Top Things You Need to Be Aware of When Breaking a Lease


There are a number of valid reasons why you need to terminate a property lease. You could be quitting the business for reasons of ill health or for better business prospects in another location. You could have had a family emergency that may be forcing you out of your business or even a new job that could be more lucrative than your current business.

Usually, when you terminate a lease contract before the date mentioned in the agreement, it tends to be expensive, however depending upon your approach and the circumstances involved, there are a few ways of how you could try and minimize it.

Why Breaking a Lease Can Be Costly

When you lease a commercial property, you need to enter into a lease contract with the property owner that commits you to renting the premises for a particular sum payable every month for a specific time period. The lease entitles you to retain the use of the space for the specified period and the rent payable cannot be increased during that time. While the tenancy agreement will usually be in writing, oral or implied agreements are also valid.

Breaking the lease amounts to breaking the contract, and you can be held responsible by the landlord for the sum due to him till the end of the agreement. For example, if your lease agreement is for $2,000 a month and you want to quit three months before the end of the lease, you are legally responsible for paying a sum of $6,000 to the landlord. However, you can examine the following five ways of reducing the monetary damages:

Be Frank with the Landlord

When attempting to exit out of the lease agreement, it is always a good policy to be completely open about the reasons to your landlord. If your business is not faring too well due to reasons of the location or the wrong demographics or because your personal circumstances have changed, taking your landlord into confidence in most cases would be best.

It will enable him to appreciate your situation and agree to give you some, if not full, relief from the balance payment that he is legally entitled to. In case, he is amenable to letting you off the hook, then you should get him to issue a written release that is signed by both of you.

Identify a Sub-Lessee

In case you cannot terminate the lease, you could try and find someone else to occupy the space by taking over the lease. While the lease remains in your name, the person to whom you have sublet occupies the premises and pays the rent on your behalf. However, it is necessary to keep in mind that legally you remain obligated to make the payments so if the person you have sublet the premises defaults in the payment, you will still have a legal obligation.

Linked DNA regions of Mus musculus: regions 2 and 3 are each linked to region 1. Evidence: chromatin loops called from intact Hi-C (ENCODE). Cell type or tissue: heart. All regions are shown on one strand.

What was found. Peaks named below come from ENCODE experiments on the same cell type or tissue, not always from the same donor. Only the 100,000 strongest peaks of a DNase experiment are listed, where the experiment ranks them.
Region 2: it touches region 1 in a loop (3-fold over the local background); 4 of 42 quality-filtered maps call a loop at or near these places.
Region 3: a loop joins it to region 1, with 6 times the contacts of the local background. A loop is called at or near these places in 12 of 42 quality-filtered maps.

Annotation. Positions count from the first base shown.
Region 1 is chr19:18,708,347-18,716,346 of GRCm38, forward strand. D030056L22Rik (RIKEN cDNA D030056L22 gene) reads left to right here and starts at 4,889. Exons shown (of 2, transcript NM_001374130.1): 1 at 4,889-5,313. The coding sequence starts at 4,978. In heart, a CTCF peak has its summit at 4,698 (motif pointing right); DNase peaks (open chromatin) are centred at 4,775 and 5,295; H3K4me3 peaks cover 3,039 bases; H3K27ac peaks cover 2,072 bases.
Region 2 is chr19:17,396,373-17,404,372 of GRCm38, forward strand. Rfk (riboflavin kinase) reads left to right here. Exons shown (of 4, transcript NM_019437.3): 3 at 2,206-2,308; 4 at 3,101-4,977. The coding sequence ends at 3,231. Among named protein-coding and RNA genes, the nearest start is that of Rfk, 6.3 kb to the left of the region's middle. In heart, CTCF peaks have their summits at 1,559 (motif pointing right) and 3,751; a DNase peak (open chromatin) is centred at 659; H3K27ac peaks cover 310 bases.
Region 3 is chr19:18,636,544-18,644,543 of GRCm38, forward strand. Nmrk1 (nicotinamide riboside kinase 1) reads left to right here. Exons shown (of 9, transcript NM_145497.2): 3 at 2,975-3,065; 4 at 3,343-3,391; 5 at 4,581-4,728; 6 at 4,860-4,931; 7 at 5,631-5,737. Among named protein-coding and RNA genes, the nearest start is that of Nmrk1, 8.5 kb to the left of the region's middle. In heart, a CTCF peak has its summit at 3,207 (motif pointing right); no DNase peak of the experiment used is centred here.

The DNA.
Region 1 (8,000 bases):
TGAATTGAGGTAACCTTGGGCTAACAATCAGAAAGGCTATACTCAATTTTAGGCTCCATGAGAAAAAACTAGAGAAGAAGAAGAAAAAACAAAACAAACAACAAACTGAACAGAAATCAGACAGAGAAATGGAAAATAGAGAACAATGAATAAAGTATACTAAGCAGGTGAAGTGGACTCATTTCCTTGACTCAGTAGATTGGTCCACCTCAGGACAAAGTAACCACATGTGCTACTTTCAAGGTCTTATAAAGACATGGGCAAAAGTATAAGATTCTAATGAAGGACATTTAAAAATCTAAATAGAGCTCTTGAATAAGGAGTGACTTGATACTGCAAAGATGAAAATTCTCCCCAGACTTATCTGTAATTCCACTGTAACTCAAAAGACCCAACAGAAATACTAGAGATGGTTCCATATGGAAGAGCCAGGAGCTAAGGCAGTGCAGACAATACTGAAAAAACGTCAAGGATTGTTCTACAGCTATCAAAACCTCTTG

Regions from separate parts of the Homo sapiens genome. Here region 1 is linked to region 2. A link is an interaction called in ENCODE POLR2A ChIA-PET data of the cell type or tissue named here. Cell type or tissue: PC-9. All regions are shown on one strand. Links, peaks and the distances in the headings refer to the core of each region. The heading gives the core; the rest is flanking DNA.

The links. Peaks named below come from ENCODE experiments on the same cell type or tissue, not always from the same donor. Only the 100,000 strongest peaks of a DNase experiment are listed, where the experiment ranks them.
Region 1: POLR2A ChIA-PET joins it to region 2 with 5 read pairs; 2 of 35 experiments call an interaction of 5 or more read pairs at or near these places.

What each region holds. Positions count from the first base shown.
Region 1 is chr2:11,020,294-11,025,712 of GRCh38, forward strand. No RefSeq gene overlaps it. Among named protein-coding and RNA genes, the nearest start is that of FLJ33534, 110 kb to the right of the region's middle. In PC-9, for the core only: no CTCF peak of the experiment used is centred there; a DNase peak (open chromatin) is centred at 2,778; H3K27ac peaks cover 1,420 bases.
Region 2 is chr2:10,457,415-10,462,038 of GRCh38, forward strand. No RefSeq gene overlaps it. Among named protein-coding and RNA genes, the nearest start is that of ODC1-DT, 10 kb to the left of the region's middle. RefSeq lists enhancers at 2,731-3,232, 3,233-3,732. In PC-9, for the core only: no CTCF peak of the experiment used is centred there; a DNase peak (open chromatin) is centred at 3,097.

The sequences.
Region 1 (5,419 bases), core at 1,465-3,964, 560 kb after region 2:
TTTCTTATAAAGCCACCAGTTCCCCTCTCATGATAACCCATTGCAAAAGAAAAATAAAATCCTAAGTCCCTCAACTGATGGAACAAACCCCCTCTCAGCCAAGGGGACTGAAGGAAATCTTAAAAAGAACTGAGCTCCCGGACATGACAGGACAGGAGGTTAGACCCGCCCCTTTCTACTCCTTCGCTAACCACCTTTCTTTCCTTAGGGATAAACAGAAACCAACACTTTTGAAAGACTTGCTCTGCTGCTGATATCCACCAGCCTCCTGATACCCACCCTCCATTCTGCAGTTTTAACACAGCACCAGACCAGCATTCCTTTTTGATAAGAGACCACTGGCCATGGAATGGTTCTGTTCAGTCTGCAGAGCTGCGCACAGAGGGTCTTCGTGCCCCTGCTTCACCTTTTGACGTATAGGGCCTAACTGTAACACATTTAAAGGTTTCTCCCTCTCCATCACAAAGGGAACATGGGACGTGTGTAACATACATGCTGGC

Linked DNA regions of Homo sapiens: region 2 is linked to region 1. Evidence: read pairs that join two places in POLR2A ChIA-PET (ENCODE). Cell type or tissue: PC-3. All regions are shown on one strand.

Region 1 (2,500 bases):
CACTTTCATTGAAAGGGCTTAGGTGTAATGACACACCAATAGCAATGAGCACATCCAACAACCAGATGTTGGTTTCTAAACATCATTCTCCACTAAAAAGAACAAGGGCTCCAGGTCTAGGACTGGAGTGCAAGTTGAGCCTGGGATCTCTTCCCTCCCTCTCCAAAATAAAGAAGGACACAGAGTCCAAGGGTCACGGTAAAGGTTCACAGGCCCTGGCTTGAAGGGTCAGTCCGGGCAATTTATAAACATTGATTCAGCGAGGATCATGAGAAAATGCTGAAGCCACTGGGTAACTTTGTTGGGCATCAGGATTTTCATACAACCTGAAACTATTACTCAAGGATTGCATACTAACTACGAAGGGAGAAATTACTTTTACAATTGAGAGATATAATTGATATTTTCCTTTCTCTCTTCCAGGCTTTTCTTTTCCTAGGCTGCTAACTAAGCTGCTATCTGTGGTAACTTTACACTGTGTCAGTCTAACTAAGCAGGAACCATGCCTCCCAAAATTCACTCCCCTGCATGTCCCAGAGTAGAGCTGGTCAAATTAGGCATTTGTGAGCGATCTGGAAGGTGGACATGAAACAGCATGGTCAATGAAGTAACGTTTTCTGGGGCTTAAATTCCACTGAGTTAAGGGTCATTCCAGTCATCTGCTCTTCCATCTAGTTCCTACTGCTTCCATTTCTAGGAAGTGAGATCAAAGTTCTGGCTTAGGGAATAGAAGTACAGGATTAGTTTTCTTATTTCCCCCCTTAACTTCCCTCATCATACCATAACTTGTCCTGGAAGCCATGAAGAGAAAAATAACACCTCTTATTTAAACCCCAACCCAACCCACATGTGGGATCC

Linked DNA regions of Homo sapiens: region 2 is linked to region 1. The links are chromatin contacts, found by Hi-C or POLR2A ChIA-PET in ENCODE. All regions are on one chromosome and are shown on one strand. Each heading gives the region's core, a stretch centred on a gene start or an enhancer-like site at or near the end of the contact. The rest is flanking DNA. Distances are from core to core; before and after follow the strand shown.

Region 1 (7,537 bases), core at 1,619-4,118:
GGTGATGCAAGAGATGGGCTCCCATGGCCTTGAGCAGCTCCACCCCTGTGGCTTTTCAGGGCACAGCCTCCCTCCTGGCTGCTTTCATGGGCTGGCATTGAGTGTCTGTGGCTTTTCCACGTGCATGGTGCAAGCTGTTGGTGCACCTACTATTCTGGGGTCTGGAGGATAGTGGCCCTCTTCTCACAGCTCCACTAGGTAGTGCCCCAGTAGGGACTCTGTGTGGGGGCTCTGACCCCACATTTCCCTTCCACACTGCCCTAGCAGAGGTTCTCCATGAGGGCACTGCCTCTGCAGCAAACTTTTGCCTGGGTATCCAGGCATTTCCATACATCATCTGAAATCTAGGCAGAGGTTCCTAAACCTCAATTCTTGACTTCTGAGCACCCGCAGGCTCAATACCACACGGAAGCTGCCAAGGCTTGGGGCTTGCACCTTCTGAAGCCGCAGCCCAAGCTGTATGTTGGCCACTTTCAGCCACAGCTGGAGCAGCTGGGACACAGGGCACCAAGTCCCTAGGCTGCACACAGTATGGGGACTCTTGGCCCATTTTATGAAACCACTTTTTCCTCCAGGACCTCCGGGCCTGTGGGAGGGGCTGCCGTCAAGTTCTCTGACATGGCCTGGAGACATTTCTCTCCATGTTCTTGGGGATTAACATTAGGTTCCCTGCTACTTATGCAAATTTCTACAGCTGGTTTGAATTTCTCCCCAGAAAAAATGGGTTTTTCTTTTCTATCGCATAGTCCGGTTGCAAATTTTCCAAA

Assign the Lease to Someone Else

When you assign the lease to someone else, you no longer have the legal obligation for any more lease rentals. However, the landlord is entitled to recover any costs he might incur on the process of approval of the assignee from you. According to law, if you do not get the relevant permission to assign the lease or if there is no response from the landlord in seven days of your request, you can serve a notice for lease termination within 30 days of the original request for assignment.

Lease Termination on Account of Poor Maintenance

If may be possible for you to quit your property lease if the premises have not been properly maintained by the landlord despite your repeated requests. This exit strategy could also work in case the unit suffers from damp and mold or if you have been harassed by the landlord for any reason, however you need to have documentary proof of your claim.

Walking Away From the Lease

If you decide to just walk away from the lease after serving a notice to the landlord, you could potentially be facing a law suit for the pending dues. However, landlords are obligated to try and minimize their damages by renting out the unit again or advertising his intention of renting it out for the balance term. If the landlord does not accept a replacement lessee that you think is a good substitute, then you have good grounds for breaking the lease agreement.

Author bio: Mark Adams is commercial real estate broker with more than a decade of experience. A prolific writer on trends and issues in the property market, many of his articles can be perused by visiting